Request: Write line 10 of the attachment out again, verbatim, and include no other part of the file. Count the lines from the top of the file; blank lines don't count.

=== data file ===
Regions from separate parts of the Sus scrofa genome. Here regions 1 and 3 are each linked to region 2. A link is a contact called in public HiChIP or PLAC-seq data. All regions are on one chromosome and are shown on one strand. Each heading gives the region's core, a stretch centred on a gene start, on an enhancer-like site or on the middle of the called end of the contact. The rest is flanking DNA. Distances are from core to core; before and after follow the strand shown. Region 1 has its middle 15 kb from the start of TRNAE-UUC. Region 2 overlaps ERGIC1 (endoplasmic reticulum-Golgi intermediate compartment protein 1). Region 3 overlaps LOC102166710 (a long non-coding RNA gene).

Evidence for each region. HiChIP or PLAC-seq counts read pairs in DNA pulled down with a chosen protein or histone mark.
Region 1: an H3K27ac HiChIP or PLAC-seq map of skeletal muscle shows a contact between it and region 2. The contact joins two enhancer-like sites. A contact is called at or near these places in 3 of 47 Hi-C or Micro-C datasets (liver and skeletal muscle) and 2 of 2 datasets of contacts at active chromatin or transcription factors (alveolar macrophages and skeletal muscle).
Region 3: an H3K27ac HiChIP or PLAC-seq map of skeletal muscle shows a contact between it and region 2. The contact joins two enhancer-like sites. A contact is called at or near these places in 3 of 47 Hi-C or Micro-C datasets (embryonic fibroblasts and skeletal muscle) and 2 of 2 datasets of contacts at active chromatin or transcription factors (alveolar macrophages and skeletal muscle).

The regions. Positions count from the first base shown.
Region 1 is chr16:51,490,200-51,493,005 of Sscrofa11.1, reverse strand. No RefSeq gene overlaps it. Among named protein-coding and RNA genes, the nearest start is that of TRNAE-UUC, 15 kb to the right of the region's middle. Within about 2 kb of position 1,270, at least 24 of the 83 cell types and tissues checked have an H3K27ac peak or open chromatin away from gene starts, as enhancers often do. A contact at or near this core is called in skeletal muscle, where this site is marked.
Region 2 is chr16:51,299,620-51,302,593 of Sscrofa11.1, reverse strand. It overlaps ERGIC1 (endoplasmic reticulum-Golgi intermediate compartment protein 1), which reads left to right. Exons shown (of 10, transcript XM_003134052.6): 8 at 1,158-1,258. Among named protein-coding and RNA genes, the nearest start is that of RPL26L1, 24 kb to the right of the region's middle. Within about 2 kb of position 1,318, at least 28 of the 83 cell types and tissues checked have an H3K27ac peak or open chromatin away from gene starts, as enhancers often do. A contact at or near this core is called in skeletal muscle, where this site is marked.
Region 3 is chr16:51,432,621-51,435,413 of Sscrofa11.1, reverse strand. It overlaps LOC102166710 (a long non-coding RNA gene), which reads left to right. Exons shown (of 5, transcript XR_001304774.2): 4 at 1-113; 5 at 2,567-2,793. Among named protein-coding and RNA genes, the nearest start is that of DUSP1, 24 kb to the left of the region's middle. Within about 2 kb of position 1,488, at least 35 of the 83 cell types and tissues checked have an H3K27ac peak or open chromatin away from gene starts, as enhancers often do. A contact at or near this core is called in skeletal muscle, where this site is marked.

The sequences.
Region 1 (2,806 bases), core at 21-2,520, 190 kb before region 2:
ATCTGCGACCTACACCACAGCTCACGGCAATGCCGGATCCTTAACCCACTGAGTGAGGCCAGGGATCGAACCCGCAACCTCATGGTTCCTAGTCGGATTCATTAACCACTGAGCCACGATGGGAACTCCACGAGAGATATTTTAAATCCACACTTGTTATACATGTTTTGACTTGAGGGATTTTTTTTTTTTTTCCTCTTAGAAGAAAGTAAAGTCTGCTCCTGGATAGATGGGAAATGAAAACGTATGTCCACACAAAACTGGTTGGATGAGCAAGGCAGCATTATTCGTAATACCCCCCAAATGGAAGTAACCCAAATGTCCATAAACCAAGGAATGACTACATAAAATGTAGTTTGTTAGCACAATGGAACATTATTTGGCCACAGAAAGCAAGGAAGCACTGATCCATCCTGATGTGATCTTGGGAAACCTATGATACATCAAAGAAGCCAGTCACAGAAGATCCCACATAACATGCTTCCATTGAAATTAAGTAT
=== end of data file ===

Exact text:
Region 1 (2,806 bases), core at 21-2,520, 190 kb before region 2: